• 26Apr

    Experts continue the search for safer and cleaner sources of energy to transition from the use of fossil fuel. Farmlands are also increasingly being devoted to the production of bioethanol. There is an issue though when it comes to using land crops for fuel as this might affect the supply of food in the long run and might increase costs.

    A team of experts at the Zoology Department of the Tel Aviv University and scientists from the Israel Oceanography Institute, and Ben Gurion University have explored the seas to find a renewable source of energy which will not endanger biodiversity, natural habitats, and food sources of human. According to them, marine macroalgae can easily be grown faster than land crops and be harvested for fuel without compromising the usage of land. Seaweeds is a great source of bioethanol which has not been explored much yet.

    The team of researchers is trying to develop methods to cultivate seaweeds and harvest them as a source of our renewable energy. The seaweeds can grow without any problems along coastlines and they can also help clean the waters of excess nutrients brought about by aquaculture or human wastes.

    Biomasses produced on land imposes problems like damage to our environment while experts sees the use of seaweeds for biofuel as a good solution to some marine problems. A lot of coastal regions like the Red Sea near Israel is suffering from pollution caused by humans.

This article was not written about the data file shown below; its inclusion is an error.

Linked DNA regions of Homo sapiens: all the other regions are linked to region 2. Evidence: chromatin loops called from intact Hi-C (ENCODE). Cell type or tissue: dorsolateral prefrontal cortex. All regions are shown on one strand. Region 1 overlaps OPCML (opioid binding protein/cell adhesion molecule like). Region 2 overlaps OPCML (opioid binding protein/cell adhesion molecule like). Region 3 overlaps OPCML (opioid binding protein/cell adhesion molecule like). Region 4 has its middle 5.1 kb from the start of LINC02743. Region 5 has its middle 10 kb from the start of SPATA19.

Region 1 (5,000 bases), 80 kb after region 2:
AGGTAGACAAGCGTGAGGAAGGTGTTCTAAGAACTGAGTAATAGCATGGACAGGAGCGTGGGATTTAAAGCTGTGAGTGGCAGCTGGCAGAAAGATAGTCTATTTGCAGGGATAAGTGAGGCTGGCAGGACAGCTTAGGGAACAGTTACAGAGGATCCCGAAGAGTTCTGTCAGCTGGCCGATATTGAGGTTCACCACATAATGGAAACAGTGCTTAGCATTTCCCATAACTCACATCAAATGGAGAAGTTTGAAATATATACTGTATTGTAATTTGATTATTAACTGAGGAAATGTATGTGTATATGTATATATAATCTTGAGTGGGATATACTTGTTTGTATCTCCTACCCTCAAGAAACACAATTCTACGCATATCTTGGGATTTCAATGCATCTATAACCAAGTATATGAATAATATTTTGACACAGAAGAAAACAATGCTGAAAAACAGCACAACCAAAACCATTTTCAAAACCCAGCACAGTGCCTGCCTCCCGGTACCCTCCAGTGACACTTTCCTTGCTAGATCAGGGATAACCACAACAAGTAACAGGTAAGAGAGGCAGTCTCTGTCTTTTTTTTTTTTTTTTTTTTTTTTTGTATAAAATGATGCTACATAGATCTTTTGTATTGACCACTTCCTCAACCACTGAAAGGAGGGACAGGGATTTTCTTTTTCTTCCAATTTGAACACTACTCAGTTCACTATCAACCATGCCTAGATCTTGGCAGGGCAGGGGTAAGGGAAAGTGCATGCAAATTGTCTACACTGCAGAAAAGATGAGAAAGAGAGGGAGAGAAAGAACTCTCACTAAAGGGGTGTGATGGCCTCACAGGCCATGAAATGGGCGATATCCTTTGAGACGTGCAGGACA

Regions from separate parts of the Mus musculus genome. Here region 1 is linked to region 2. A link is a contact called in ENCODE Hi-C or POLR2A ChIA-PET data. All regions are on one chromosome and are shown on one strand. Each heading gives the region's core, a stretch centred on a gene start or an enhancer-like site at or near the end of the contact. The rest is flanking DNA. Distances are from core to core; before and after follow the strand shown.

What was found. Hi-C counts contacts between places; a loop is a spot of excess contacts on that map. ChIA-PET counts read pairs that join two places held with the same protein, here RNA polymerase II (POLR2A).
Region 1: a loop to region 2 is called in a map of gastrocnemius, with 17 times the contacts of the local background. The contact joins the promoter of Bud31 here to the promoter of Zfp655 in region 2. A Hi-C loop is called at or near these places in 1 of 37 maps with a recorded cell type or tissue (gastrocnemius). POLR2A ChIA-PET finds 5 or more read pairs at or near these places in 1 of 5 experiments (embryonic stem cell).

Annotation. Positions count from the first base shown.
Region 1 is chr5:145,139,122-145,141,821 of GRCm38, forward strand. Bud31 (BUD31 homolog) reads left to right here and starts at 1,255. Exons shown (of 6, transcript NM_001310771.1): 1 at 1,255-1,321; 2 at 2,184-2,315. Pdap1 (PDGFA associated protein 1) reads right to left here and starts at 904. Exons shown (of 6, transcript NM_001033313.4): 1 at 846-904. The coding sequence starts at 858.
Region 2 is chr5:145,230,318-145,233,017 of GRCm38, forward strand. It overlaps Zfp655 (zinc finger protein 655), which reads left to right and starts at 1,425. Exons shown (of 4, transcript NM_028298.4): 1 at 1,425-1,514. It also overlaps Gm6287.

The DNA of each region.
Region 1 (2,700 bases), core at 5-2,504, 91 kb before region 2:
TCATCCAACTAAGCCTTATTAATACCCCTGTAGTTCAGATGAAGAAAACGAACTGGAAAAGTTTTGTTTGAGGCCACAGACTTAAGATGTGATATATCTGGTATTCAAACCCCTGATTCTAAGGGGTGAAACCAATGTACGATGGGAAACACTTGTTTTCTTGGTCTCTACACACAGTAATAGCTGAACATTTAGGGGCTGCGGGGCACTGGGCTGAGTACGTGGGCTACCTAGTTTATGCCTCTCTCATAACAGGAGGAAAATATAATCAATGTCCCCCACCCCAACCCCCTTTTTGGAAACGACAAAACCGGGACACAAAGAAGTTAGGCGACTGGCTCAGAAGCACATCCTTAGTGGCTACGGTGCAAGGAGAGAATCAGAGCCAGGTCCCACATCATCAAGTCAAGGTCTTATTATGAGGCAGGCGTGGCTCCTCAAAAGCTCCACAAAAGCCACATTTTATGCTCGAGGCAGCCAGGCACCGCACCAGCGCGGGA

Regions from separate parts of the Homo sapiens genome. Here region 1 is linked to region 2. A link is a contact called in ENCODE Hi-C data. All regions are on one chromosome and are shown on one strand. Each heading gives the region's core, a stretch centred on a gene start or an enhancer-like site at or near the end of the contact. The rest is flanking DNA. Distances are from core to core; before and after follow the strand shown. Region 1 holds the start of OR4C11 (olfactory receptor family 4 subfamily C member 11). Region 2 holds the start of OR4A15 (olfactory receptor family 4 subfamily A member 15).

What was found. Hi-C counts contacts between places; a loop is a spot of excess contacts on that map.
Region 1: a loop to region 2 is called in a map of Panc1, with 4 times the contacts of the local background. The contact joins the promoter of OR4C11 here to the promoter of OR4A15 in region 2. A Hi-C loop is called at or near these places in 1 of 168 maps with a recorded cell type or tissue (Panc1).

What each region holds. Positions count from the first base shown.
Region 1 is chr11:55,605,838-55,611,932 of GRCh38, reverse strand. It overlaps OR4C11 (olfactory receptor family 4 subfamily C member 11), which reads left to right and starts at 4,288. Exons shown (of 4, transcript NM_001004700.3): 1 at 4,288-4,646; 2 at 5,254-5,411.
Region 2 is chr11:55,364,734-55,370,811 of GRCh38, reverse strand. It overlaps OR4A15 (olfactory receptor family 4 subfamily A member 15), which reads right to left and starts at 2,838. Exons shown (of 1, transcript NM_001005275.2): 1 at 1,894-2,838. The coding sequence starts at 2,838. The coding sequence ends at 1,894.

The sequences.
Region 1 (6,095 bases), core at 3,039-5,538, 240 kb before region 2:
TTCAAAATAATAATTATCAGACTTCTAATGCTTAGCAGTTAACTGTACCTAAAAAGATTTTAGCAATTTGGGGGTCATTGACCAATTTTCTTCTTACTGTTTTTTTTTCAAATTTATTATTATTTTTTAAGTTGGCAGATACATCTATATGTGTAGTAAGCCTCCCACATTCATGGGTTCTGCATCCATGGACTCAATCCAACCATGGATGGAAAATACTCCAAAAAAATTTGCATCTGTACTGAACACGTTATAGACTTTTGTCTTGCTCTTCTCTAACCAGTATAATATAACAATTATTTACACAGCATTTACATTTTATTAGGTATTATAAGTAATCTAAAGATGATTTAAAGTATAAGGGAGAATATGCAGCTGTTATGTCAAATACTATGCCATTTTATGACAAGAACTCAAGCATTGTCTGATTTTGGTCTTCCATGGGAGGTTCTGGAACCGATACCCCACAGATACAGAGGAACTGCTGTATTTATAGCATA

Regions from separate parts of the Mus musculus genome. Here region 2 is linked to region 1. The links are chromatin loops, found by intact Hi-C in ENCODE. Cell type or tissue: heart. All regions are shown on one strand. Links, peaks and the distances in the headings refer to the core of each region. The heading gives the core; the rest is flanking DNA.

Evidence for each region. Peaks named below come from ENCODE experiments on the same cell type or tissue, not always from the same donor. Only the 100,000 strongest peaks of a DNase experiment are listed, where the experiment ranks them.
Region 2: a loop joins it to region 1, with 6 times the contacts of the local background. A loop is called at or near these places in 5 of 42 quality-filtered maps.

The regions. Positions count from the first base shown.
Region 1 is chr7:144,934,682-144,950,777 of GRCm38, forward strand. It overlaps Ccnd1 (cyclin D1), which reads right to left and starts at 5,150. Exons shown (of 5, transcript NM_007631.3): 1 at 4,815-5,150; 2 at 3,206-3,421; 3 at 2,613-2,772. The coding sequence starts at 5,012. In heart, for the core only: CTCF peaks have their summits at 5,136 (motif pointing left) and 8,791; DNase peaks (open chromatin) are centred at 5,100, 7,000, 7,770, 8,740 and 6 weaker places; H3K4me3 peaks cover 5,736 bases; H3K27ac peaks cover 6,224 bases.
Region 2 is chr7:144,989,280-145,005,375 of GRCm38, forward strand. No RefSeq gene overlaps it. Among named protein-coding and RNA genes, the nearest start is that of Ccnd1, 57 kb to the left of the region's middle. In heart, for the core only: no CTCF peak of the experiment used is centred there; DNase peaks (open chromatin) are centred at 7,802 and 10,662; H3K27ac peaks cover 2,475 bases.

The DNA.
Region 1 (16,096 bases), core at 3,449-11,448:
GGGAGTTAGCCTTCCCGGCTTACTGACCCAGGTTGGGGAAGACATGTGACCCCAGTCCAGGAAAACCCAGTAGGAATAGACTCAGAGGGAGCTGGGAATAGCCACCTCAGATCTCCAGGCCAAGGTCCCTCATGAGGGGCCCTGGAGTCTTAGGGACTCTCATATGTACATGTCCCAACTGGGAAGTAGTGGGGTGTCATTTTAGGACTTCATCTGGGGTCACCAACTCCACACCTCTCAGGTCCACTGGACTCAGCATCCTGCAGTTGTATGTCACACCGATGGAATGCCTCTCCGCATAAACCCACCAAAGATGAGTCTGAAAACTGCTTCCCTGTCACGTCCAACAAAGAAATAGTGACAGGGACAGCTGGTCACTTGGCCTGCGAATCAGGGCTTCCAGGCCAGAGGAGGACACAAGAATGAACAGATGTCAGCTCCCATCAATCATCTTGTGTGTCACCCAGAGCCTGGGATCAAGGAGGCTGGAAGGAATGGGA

The scientists developed CAMUS or Combined Aquaculture Multi-Use Systems, a way to grow seaweeds and convert it to biofuel. This system takes into consideration the realities of the water environment and the activities of human in it.

    CAMUS will be tapping multiple species to make sure wastes in the marine environment can be converted to resources which will be productive like biofuel and at the same time help decrease the effects of pollution.

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  • 07Jun

    The Canadian government is allotting around C$5 million for a project that will study the large scale production of fuels from algae that grows in its province of Nova Scotia.

    The Minister for Science and Technology announced the funding during the launch of the project held at the Institute for Marine Biosciences of the National Research Council.

    Other organizations and industrial partners are also pouring financial support amounting to about C$1.2M plus some help in kind.

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  • 16Mar

    jatropha AFEXProf. Bruce Dale of Michigan State University patented a pre-treatment process called AFEX (Ammonia Fiber Expansion). AFEX can trim down the cost of fermenting cellulosic biomass to ethanol by reducing the processing procedures and eradicating the need to add supplements to aid the fermentation.

    AFEX pretreatment process utilizes ammonia to make the separation of cellulose and hemicellulose in plants 75% more efficient. The cellulose in plants, once extracted and broken down into sugars, can be transformed into biofuel.

    When a cellulosic material is treated with AFEX, it doesn’t need any washing or detoxification. This allows ethanol to be produced from cellulose without added supplements or procedures to aid the fermentation.

    The AFEX process is functioning under moderately mild condition. The biomass is heated at 100 degrees Centigrade with concentrated ammonia. Brisk pressure release aids the process. As a result, 99% of the ammonia is retrieved and recycled. This process decrystallizes cellulose, depolymerizes hemicellulose and remove lignin from it. AFEX decreases breaking down of the sugar in the biomass.

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